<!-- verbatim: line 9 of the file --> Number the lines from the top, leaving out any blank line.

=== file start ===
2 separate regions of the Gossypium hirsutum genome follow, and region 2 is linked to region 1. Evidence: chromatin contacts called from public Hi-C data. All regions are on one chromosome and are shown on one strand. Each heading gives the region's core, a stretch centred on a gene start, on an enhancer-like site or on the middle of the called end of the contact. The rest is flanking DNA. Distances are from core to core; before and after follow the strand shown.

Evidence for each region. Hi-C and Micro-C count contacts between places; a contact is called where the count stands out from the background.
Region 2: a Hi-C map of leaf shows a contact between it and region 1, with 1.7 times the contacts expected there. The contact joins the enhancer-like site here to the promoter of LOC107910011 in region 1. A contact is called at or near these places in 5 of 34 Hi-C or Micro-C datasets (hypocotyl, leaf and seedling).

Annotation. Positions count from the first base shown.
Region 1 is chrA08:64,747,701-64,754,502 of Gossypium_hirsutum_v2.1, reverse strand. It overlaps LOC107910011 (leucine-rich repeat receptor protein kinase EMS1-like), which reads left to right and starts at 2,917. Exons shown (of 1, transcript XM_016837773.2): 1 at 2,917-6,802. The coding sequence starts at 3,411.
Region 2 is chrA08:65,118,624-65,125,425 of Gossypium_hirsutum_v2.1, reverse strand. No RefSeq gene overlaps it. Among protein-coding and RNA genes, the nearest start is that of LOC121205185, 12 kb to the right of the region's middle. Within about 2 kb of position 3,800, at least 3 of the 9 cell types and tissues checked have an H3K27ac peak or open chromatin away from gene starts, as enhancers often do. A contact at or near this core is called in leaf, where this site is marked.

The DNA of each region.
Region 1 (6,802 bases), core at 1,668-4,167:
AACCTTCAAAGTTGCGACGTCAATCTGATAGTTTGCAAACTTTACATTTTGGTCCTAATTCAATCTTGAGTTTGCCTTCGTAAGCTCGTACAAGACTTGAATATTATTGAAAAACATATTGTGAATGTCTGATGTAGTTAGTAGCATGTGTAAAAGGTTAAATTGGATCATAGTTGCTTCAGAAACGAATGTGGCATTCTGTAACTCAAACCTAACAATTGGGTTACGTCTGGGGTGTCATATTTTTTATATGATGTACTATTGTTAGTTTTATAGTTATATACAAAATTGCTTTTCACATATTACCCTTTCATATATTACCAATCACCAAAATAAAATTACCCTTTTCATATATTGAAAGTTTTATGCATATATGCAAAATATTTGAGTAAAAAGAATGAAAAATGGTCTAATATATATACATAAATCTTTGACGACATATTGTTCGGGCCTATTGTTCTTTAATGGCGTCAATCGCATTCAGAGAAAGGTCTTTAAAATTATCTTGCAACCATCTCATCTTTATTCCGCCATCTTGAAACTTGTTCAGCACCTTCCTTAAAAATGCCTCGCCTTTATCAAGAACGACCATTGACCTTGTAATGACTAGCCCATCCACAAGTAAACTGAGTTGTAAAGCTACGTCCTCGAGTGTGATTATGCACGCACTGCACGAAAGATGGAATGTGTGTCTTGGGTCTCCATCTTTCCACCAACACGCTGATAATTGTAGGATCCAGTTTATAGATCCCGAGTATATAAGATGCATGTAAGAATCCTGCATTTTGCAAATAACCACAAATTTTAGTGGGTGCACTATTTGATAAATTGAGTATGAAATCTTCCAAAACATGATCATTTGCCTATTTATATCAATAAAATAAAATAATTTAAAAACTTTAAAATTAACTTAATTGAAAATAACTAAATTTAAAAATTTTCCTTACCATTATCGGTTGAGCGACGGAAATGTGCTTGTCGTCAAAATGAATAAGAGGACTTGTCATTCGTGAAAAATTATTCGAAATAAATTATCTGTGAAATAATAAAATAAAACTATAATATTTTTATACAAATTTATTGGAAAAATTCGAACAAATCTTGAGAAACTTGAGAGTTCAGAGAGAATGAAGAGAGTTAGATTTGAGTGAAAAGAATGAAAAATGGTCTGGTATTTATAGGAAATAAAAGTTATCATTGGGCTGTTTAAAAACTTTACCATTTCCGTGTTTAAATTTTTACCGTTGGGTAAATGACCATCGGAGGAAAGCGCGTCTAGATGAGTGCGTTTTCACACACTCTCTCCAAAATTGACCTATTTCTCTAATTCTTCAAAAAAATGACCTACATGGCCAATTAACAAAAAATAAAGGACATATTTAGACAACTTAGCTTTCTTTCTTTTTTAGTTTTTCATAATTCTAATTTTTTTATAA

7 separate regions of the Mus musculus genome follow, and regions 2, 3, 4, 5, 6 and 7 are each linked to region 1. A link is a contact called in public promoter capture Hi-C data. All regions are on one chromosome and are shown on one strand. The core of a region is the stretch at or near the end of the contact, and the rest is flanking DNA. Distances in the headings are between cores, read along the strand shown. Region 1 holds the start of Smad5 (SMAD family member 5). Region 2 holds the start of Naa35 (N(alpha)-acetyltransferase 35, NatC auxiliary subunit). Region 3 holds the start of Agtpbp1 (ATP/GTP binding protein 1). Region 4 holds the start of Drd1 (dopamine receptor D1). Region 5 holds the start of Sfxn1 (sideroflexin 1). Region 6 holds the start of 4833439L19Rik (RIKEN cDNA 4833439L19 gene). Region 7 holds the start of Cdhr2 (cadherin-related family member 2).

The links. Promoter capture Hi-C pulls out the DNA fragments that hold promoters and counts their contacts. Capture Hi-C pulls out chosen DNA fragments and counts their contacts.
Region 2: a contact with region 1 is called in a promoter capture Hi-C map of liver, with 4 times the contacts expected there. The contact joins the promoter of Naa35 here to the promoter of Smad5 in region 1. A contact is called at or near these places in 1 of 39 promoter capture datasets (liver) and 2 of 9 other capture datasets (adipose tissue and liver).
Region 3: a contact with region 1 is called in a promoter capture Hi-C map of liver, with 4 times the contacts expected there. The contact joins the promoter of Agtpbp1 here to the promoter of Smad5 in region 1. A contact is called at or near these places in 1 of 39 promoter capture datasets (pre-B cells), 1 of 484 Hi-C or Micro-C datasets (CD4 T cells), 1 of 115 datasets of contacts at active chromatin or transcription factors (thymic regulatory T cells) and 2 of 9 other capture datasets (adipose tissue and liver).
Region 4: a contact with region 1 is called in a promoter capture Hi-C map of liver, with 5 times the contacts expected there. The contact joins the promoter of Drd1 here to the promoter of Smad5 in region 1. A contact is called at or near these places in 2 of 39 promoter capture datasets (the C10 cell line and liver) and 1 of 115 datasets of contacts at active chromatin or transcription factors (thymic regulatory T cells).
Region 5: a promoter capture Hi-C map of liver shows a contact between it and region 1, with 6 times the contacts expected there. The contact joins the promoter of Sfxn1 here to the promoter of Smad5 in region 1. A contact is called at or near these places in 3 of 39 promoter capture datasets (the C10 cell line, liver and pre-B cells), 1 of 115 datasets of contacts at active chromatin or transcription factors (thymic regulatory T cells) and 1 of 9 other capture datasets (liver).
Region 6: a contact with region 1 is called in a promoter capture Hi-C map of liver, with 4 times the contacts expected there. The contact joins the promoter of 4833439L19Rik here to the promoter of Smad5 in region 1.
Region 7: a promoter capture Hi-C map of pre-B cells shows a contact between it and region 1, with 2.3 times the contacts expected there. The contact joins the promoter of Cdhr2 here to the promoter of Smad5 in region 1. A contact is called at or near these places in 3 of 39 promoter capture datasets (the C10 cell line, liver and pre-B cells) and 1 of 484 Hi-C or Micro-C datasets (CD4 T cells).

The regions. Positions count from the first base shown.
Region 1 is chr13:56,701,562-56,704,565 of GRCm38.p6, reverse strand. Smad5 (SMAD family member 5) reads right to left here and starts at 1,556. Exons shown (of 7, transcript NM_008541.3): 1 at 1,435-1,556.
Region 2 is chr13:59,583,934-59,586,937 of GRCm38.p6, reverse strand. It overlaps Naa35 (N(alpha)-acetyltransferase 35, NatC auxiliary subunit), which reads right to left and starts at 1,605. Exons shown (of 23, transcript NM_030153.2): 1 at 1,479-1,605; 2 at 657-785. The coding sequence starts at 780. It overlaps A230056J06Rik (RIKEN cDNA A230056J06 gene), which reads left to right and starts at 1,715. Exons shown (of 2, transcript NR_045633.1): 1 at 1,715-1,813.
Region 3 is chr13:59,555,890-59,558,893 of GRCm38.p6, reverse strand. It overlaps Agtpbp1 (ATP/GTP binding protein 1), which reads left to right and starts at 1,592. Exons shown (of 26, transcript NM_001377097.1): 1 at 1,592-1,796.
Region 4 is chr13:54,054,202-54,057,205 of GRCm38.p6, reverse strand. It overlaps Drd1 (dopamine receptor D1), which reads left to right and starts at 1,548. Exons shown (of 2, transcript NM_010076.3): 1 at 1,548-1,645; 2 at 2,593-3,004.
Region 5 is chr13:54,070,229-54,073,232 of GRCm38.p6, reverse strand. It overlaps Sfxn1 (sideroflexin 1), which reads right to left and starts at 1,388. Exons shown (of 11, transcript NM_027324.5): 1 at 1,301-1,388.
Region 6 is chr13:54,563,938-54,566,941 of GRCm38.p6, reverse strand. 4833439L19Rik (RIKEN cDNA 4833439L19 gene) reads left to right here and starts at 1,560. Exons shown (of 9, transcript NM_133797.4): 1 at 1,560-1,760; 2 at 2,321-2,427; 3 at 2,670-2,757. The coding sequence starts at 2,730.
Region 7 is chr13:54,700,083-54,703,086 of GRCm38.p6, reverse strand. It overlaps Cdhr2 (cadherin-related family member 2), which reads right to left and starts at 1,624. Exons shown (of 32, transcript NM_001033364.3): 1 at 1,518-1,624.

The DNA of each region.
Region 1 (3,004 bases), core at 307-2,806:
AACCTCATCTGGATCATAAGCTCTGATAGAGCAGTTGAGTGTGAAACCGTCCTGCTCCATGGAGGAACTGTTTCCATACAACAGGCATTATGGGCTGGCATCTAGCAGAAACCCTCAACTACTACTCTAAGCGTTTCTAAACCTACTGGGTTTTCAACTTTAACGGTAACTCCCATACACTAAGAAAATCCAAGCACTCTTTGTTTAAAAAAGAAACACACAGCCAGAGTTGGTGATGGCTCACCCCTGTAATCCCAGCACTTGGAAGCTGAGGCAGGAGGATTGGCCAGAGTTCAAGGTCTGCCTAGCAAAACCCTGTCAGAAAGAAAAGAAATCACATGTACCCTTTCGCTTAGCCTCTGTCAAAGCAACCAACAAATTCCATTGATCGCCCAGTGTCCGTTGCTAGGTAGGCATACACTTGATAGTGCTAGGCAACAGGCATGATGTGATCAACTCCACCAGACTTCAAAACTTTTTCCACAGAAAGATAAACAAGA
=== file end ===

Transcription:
AACCTTCAAAGTTGCGACGTCAATCTGATAGTTTGCAAACTTTACATTTTGGTCCTAATTCAATCTTGAGTTTGCCTTCGTAAGCTCGTACAAGACTTGAATATTATTGAAAAACATATTGTGAATGTCTGATGTAGTTAGTAGCATGTGTAAAAGGTTAAATTGGATCATAGTTGCTTCAGAAACGAATGTGGCATTCTGTAACTCAAACCTAACAATTGGGTTACGTCTGGGGTGTCATATTTTTTATATGATGTACTATTGTTAGTTTTATAGTTATATACAAAATTGCTTTTCACATATTACCCTTTCATATATTACCAATCACCAAAATAAAATTACCCTTTTCATATATTGAAAGTTTTATGCATATATGCAAAATATTTGAGTAAAAAGAATGAAAAATGGTCTAATATATATACATAAATCTTTGACGACATATTGTTCGGGCCTATTGTTCTTTAATGGCGTCAATCGCATTCAGAGAAAGGTCTTTAAAATTATCTTGCAACCATCTCATCTTTATTCCGCCATCTTGAAACTTGTTCAGCACCTTCCTTAAAAATGCCTCGCCTTTATCAAGAACGACCATTGACCTTGTAATGACTAGCCCATCCACAAGTAAACTGAGTTGTAAAGCTACGTCCTCGAGTGTGATTATGCACGCACTGCACGAAAGATGGAATGTGTGTCTTGGGTCTCCATCTTTCCACCAACACGCTGATAATTGTAGGATCCAGTTTATAGATCCCGAGTATATAAGATGCATGTAAGAATCCTGCATTTTGCAAATAACCACAAATTTTAGTGGGTGCACTATTTGATAAATTGAGTATGAAATCTTCCAAAACATGATCATTTGCCTATTTATATCAATAAAATAAAATAATTTAAAAACTTTAAAATTAACTTAATTGAAAATAACTAAATTTAAAAATTTTCCTTACCATTATCGGTTGAGCGACGGAAATGTGCTTGTCGTCAAAATGAATAAGAGGACTTGTCATTCGTGAAAAATTATTCGAAATAAATTATCTGTGAAATAATAAAATAAAACTATAATATTTTTATACAAATTTATTGGAAAAATTCGAACAAATCTTGAGAAACTTGAGAGTTCAGAGAGAATGAAGAGAGTTAGATTTGAGTGAAAAGAATGAAAAATGGTCTGGTATTTATAGGAAATAAAAGTTATCATTGGGCTGTTTAAAAACTTTACCATTTCCGTGTTTAAATTTTTACCGTTGGGTAAATGACCATCGGAGGAAAGCGCGTCTAGATGAGTGCGTTTTCACACACTCTCTCCAAAATTGACCTATTTCTCTAATTCTTCAAAAAAATGACCTACATGGCCAATTAACAAAAAATAAAGGACATATTTAGACAACTTAGCTTTCTTTCTTTTTTAGTTTTTCATAATTCTAATTTTTTTATAA